What punishment should Sgt. Bowe Bergdahl receive for allegedly deserting his post in Afghanistan? The answer comes by asking another question: What punishment has been handed out to American generals and politicians whose incompetence caused far more bloodshed and grief than anything Bergdahl did?
A key thing about justice is that it should be fair — people should be punished no matter their rank or title. The problem with the bloodlust for more action against Bergdahl — beyond his five years of horrific suffering as a Taliban prisoner — is that inept generals, rather than being court-martialed or demoted or reprimanded, have been rewarded and celebrated despite their dereliction in Iraq and Afghanistan.
This duality is crystallized in a now-famous article written by Lt. Col. Paul Yingling in 2007 for Armed Forces Journal. After describing the failures of general officers after 9/11 as well as in the Vietnam war, Yingling, who served three tours in Iraq and is now a teacher in Colorado, wrote a stinging sentence about justice and responsibility in the military: “A private who loses a rifle suffers far greater consequences than a general who loses a war.”
Let’s be clear about what it means to lose a war in the context of Iraq. It does not only mean that America failed to achieve its political or military goals. It means that more Americans and Iraqis lost their lives than needed to, and it means that war crimes were committed for which general officers bear command responsibility. Due to failures that Yingling and many others have noted — not anticipating the aftermath of the 2003 invasion, not recognizing the emergence of an insurgency, not figuring out the right strategy to respond to it — the war in Iraq ground on and the bloodshed has been enormous on all sides. Afghanistan is yet another graveyard of failures by general officers.
Two generals, in particular, have been criticized but not punished for serious mistakes that they and their subordinates made — Tommy Franks, who commanded U.S. forces in both Afghanistan and Iraq, and Ricardo Sanchez, who led U.S. forces in Iraq after the 2003 invasion. The military writer Tom Ricks has done the best job so far of exposing their battlefield failures and the failure of our political and military leaders to do anything about it. Sanchez oversaw, among other disasters, the Abu Ghraib torture scandal, for which low-ranking soldiers were sternly punished, such as Specialist Lynndie England, who served a year and a half in prison for her role in abusing Iraqi detainees. Ricks has noted, in a startling case of military chutzpah, that Sanchez was indignant he didn’t receive an extra star for his Iraq service.
“As far as I can tell, no general has been fired for incompetence in combat since Maj. Gen. James Baldwin was fired as commander of the Americal Division in 1971,” Ricks has said. “Since then, others have been relieved for moral and ethical lapses that are embarrassing to the Army, but not, to my knowledge, for combat ineffectiveness.”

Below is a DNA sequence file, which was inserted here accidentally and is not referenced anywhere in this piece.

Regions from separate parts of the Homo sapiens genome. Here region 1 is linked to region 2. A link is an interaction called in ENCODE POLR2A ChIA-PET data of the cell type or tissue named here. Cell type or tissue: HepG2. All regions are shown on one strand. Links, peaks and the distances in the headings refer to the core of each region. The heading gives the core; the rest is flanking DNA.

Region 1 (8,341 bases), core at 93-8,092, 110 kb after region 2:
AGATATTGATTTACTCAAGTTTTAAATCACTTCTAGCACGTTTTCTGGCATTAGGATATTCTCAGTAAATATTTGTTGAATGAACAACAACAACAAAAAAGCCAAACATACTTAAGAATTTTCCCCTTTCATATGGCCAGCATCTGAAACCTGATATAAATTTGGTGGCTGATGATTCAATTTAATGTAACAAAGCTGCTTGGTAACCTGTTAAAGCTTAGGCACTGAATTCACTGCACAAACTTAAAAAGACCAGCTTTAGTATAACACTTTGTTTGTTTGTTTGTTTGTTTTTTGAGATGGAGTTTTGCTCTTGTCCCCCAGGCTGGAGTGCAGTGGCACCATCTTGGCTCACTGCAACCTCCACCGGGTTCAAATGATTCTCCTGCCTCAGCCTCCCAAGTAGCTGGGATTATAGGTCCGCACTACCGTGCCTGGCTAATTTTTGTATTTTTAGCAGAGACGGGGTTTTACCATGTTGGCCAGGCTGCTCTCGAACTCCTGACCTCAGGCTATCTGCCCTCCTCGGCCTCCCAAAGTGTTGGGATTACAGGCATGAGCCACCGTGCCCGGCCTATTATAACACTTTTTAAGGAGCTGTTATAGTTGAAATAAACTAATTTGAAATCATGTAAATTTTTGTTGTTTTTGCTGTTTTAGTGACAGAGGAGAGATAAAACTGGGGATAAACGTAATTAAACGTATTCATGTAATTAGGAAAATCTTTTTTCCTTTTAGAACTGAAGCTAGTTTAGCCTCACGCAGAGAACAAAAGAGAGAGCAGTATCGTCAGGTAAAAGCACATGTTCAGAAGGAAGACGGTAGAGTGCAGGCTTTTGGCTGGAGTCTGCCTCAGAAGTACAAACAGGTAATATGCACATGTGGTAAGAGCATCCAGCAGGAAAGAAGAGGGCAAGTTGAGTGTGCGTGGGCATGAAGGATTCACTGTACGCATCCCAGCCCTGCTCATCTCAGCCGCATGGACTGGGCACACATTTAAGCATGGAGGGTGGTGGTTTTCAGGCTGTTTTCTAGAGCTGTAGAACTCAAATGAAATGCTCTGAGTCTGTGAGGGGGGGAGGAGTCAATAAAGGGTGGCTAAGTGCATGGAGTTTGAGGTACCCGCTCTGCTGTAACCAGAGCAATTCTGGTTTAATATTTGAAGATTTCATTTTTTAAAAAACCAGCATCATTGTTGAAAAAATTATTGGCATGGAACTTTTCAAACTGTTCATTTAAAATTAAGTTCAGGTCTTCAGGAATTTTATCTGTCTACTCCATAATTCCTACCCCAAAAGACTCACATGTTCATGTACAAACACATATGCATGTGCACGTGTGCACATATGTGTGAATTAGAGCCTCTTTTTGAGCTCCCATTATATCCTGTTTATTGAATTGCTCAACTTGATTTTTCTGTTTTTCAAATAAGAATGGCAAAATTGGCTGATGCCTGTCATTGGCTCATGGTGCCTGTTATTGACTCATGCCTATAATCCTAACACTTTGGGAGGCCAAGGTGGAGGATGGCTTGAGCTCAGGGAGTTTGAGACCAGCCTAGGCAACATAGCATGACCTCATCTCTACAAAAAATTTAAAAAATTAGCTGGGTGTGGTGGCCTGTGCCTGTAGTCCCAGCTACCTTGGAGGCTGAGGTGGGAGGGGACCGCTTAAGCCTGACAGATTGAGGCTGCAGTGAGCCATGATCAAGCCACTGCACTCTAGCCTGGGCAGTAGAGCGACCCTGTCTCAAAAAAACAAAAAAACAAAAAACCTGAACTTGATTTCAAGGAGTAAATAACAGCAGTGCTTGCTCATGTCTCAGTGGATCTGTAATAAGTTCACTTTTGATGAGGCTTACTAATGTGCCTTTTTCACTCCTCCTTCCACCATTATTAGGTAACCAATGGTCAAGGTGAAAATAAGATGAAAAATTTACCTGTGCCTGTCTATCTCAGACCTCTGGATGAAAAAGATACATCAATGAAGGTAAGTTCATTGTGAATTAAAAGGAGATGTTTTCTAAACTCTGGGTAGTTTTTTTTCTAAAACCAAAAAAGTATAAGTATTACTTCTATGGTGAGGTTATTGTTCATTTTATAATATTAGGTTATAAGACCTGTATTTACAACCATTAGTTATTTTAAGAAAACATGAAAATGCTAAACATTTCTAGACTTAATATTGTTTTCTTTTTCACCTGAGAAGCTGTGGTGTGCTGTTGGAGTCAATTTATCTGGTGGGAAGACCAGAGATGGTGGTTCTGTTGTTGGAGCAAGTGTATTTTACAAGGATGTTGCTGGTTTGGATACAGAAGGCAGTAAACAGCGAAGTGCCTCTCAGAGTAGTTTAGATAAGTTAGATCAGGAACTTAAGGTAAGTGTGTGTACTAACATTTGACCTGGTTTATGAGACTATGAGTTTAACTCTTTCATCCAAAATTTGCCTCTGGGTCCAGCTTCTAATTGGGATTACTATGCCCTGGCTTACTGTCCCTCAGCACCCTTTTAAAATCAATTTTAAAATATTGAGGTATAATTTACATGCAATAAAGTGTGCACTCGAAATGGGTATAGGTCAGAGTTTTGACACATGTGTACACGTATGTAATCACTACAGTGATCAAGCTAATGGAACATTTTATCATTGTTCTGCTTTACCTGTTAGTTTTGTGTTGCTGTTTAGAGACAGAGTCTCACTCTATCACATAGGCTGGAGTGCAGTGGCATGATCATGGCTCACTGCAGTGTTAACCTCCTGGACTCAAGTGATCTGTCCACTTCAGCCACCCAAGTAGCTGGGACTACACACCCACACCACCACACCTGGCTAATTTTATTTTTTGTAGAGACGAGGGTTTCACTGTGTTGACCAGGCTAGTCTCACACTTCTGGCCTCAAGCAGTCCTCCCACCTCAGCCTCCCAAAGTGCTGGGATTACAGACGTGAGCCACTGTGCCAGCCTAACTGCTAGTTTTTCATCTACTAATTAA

If firing generals for incompetence is too much to ask for, how about retiring them at a lower rank? As Yingling noted, “A general who presides over a massive human rights scandal or a substantial deterioration in security ought to be retired at a lower rank than one who serves with distinction. A general who fails to provide Congress with an accurate and candid assessment of strategic probabilities ought to suffer the same penalty.” Yet even that modest level of reprimand has almost never occurred. Holding generals to account for war crimes committed on their watch is like waiting for Halley’s Comet — it happens with excruciating rarity.
Instead, dereliction is rewarded. In Oklahoma, for instance, there is the General Tommy Franks Leadership Institute and Museum. Franks is a frequent public speaker (here’s his bio at the speakers bureau that represents him) and was tapped as an adviser to presidential candidate Mitt Romney. In Texas, Sanchez was sufficiently celebrated and popular to mount a primary run for an open Senate seat (he pulled out before the election), he has a school named after him, and like so many other retired generals, he gives a lot of speeches to admiring audiences.
So we circle back to Bowe Bergdahl, who could spend the rest of his life in prison for desertion and misbehaving before the enemy, unless there is a plea deal. If he is guilty, he should be convicted. But punishment beyond his torment at the hands of the Taliban would be unfair, even if it is true, as some allege, that G.I.s were killed while searching for him. Whatever blood he might have on his hands — and it’s far from clear there’s any — is minor compared to the generals and politicians who made far graver errors. It would be particularly unfortunate if Bergdahl became another sort of pawn, this time in the partisan polemics over President Obama’s decision to exchange five Taliban prisoners for him.
I reported on the wars in Iraq and Afghanistan, as well as the conflicts in Bosnia, Somalia and Sudan, so I understand the sense of betrayal among soldiers who served with Bergdahl, even if my understanding is that of a civilian who watched rather than fought. Their anger and desire for justice are not unreasonable. I share it, but my anger is directed upwards at the unpunished and unapologetic, rather than downwards at men and women who have suffered enough.
A look at oil’s indelible impact on the countries that produce it and the people who possess it.
Dispatches from the war in Bosnia, published in 1996 by Alfred A. Knopf, Inc.
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